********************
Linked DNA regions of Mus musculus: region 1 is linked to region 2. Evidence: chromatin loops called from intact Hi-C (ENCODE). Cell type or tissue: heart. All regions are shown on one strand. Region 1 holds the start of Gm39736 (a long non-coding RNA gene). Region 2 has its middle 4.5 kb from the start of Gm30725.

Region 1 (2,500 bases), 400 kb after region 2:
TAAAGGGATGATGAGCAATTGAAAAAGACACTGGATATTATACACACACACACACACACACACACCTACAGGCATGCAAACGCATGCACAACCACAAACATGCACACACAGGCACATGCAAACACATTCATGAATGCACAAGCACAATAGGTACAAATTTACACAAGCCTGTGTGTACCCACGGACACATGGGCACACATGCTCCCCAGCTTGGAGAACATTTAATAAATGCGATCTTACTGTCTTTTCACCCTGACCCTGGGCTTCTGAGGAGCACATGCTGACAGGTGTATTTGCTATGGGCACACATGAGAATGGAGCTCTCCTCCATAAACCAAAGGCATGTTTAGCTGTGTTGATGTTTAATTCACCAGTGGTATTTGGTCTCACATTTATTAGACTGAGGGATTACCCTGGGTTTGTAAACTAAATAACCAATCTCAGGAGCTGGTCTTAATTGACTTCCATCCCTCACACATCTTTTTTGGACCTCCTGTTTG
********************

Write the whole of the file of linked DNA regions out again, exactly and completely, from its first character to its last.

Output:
Linked DNA regions of Mus musculus: region 1 is linked to region 2. Evidence: chromatin loops called from intact Hi-C (ENCODE). Cell type or tissue: heart. All regions are shown on one strand. Region 1 holds the start of Gm39736 (a long non-coding RNA gene). Region 2 has its middle 4.5 kb from the start of Gm30725.

Region 1 (2,500 bases), 400 kb after region 2:
TAAAGGGATGATGAGCAATTGAAAAAGACACTGGATATTATACACACACACACACACACACACACCTACAGGCATGCAAACGCATGCACAACCACAAACATGCACACACAGGCACATGCAAACACATTCATGAATGCACAAGCACAATAGGTACAAATTTACACAAGCCTGTGTGTACCCACGGACACATGGGCACACATGCTCCCCAGCTTGGAGAACATTTAATAAATGCGATCTTACTGTCTTTTCACCCTGACCCTGGGCTTCTGAGGAGCACATGCTGACAGGTGTATTTGCTATGGGCACACATGAGAATGGAGCTCTCCTCCATAAACCAAAGGCATGTTTAGCTGTGTTGATGTTTAATTCACCAGTGGTATTTGGTCTCACATTTATTAGACTGAGGGATTACCCTGGGTTTGTAAACTAAATAACCAATCTCAGGAGCTGGTCTTAATTGACTTCCATCCCTCACACATCTTTTTTGGACCTCCTGTTTG